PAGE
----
HELEN: I think because we wanted to tell the children…
GRAHAM: Well, we were always going tell the children first, whatever happens.
HELEN: I think we just needed to come to terms with it ourselves.
GRAHAM: As much as anything else, probably, yeah.
HELEN: I noticed his walking was a bit different, his gait. So, I thought, well what’s this, [and then] it started to get a little worse. You were tripping and getting quite tired as well, after you’d been walking anywhere.
RITA: Helen, for people who may not know what and how the disease progresses, from your nursing background, [could you] give us the bare bones of what happens when somebody has MND?
HELEN: Well, your actual neurons for some reason die. It doesn’t send the electric charge to the muscle to work.
RITA: So, these are neurons in the brain?
HELEN: Yes. There’s two, there’s an upper one and then there’s the one which more or less goes into the spinal cord. There’s a frontal one and the lower one. It is like your neurons somehow die, they stop charging to the muscle and then eventually the muscle just wastes away. So that causes the leg muscles to get very heavy and dead and you can’t move them. That’s obviously [what happened with] Graham, [it] started in the toes and it seems as if it’s moved up and now it’s starting in the arms and your fingers, up to your shoulders a little bit, isn’t it?
GRAHAM: Well, it’s difficult to lift my arms. Yeah.
HELEN: But there are different kinds. Yours was diagnosed as…
HELEN: Yeah. Primary or…
HELEN: Muscular atrophy, which we have been led to believe is a slower form [of MND]. We weren’t quite sure because you don’t know what’s going to happen and you don’t know how quick it’s going to happen. I mean, like Graham said, we’ve reached now almost three years and even though the first year was pretty easy going and the second wasn’t too bad, it gets harder. Since about last April you haven’t been able to walk, but you were able to perhaps stand just a tiny bit; but now I have to either use a hoist or a slide board because you can’t move at all. Only like that, you know, just from side to side.
GRAHAM: Yeah. I started losing the use of my legs first. Now I’m having problems with my hands and arms. So, although I did accept it straight away and I realised it couldn’t possibly be anything else, when I saw all the people with it, I thought maybe they’re wrong, but no, it turns out [they were] right.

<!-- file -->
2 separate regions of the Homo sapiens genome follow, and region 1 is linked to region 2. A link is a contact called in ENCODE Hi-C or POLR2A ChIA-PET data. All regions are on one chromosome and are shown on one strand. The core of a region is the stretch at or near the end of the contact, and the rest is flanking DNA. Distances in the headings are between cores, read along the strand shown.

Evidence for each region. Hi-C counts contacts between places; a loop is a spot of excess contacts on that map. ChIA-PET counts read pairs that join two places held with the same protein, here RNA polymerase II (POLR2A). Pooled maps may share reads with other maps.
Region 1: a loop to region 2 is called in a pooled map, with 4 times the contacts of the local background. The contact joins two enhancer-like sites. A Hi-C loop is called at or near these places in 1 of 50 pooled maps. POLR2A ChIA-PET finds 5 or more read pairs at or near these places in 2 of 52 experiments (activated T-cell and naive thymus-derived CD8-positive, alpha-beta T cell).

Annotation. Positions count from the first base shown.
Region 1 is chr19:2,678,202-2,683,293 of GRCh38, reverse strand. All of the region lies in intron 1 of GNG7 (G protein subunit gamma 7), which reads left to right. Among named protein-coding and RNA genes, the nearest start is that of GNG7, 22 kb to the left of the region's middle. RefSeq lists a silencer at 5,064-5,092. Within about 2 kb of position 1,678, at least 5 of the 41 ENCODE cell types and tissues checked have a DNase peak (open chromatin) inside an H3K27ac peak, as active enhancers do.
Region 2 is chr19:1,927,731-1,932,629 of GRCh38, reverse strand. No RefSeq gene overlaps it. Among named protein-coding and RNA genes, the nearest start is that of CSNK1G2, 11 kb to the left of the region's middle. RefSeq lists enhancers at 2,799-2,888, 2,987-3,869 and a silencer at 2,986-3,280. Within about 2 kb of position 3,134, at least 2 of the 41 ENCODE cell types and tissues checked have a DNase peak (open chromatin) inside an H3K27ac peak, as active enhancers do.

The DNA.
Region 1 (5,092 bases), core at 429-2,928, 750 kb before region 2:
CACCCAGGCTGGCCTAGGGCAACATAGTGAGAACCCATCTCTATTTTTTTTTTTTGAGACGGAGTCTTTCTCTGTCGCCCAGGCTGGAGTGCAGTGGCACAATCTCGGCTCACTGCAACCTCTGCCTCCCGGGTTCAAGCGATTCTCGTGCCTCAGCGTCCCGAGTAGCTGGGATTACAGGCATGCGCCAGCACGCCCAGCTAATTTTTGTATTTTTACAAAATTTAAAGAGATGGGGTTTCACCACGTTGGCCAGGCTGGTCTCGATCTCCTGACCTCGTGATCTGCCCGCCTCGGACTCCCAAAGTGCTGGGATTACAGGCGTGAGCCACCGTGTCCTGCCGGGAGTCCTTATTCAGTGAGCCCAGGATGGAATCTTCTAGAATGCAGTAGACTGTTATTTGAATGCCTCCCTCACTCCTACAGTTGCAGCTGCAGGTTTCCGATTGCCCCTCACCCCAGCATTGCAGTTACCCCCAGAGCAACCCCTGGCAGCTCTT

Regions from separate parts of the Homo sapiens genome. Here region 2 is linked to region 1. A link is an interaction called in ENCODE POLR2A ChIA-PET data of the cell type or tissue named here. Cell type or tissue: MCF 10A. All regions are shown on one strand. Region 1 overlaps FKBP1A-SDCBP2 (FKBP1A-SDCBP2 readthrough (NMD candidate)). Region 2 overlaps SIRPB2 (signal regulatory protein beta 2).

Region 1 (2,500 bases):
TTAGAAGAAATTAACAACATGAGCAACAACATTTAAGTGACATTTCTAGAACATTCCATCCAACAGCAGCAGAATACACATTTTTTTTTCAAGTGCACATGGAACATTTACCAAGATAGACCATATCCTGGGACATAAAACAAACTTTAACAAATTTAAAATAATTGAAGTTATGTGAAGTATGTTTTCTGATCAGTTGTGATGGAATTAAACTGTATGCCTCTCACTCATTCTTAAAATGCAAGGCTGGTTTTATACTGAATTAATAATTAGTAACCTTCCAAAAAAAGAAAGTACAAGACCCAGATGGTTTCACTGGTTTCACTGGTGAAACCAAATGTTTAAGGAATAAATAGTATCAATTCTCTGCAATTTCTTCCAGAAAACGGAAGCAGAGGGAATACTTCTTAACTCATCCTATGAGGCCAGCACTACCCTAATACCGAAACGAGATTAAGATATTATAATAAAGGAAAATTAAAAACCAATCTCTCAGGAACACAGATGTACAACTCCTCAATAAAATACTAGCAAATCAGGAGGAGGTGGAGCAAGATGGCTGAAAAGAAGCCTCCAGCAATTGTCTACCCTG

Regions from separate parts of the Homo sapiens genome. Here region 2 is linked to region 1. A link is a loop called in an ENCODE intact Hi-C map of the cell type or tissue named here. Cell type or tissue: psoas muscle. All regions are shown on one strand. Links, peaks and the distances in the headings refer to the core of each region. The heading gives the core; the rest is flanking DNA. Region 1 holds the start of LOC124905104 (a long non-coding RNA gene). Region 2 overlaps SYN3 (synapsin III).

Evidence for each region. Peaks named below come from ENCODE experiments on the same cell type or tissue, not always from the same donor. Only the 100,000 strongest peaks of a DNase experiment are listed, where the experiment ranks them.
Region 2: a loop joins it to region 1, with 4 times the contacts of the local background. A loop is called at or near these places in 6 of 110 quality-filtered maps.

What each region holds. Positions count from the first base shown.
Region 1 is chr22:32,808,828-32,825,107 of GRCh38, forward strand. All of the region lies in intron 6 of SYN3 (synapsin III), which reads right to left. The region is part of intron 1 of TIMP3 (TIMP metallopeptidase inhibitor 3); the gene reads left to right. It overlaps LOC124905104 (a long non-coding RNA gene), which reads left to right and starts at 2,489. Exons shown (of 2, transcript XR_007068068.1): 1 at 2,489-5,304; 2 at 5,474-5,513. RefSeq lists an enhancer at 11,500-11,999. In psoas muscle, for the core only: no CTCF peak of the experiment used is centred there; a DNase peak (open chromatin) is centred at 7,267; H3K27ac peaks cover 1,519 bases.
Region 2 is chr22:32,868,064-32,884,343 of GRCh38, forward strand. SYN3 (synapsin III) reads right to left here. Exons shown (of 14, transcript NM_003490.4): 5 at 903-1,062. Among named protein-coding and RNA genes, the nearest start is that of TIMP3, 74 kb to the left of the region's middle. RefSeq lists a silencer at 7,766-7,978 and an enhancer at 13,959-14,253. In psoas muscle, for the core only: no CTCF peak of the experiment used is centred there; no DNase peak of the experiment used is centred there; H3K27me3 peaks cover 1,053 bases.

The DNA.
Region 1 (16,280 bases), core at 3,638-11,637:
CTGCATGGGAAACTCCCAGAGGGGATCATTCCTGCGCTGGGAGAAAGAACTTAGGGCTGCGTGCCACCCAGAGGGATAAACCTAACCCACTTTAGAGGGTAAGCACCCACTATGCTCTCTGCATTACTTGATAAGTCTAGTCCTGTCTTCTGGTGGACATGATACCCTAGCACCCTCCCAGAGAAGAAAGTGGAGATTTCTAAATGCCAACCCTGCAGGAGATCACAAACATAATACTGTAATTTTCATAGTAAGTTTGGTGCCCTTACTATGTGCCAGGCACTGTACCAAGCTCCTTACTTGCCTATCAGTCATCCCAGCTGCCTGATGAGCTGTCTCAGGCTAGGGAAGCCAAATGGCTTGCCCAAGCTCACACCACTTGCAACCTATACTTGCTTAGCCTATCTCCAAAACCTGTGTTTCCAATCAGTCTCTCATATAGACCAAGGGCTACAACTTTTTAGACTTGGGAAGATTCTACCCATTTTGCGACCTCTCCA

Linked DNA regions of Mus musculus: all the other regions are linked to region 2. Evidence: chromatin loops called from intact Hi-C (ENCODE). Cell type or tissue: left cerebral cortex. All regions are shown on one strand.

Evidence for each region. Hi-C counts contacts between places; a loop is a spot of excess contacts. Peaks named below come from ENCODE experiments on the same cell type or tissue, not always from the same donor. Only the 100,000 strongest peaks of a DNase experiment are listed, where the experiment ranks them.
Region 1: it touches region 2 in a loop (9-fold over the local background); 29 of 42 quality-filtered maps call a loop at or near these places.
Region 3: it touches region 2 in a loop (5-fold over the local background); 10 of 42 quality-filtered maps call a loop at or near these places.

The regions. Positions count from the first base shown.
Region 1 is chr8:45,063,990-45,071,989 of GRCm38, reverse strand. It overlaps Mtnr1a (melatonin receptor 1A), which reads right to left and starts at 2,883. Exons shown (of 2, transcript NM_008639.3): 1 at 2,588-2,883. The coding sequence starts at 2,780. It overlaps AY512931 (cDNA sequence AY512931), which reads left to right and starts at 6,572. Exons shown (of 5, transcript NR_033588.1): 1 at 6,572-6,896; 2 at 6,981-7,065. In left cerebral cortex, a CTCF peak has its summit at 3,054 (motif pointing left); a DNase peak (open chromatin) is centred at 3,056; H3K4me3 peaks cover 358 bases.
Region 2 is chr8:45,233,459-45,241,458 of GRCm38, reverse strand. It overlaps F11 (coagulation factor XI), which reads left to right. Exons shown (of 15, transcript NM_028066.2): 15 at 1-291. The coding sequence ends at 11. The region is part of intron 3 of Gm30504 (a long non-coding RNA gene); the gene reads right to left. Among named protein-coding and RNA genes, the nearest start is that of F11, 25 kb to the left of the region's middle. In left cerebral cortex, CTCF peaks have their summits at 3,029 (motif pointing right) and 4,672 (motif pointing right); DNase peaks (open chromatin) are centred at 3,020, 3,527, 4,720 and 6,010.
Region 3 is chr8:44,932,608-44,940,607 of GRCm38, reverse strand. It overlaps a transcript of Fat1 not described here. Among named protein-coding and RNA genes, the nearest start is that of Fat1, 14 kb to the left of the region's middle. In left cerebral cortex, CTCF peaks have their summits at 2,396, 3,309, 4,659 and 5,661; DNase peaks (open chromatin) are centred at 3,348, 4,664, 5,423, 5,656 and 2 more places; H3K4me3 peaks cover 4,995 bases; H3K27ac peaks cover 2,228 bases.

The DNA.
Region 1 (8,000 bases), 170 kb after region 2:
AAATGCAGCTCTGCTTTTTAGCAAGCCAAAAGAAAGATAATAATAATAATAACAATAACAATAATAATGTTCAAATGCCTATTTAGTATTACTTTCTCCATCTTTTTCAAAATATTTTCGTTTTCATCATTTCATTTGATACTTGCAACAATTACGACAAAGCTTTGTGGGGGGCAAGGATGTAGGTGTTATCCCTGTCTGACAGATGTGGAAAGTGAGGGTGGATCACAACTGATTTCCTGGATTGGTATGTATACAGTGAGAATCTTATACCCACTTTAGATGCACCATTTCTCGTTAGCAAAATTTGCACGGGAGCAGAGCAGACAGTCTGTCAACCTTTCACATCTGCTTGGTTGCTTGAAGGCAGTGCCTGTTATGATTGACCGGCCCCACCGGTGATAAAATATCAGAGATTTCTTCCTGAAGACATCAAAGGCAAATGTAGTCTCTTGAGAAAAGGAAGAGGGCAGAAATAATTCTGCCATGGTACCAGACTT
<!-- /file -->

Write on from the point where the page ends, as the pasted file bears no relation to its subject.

RITA: Helen, what about you? How did you get yourself to that point where [you realised] there is no coming back from this?
HELEN: We felt like we’d just been handed this death sentence. I think I was just frightened how quick it was going to all happen.
GRAHAM: Which it can do in some cases.
HELEN: It can. So, then I just thought, well, we’ll just cope with what’s happening and try and live as much as we can, normally, and then just manage each stage when it happens. That’s what I’ve tried to do and we’ve both tried to do, really, haven’t we? I mean, sometimes it’s hard. Some days things don’t work, but we just find other ways around it to cope with it. That’s what we had to do. You know, it’s not something that we can just give back. We’ve just had to get on with it. I think right from the start, even before seeing the second neurologist, we had contacted the Motor Neurons [Disease] Association and they sent a support worker out and she talked to us. Then at least [we had] the support, to know somebody was at least behind you, who knew what was going on.
RITA: Graham, how important was it that Helen picked up that phone and spoke to the support group that allowed you to get some perspective about where you might be heading?
GRAHAM: Well, that’s right. It was a big relief. It was a weight off the shoulders if you like, knowing that you were in touch with somebody else or a group of people who were familiar with what’s going on and what’s going to happen to you. That was good to know that. Then of course we started going to these functions and we met all these other people. That was when I realised what could possibly happen to me in a very short space of time.
RITA: I’m going to take you back to last year, which is when I met you both, to WA’s decision to legalise voluntary assisted dying. You came across very strongly, Graham, when people were debating the pros and cons of having such a choice. I just want to talk a little bit about that and what your opinion is of legalising assisted death?
GRAHAM: I was all for it at the time and I’m still even more all for it now, more so now because reading of other people’s issues, not particularly in Australia, [but] in England, for example, you know. Every day I’m reading, it’s actually on Facebook, I’m not ashamed to say, there’s quite a few support groups on Facebook, and on some of them, people are just suffering needlessly in other parts of the world. In England in particular, where they don’t have this choice. What the actual victims or patients, whatever you want to call them, are going through and what their carers are going through, it’s just horrible. It gets to the point where you have to walk away from it sometimes because it’s that distressing.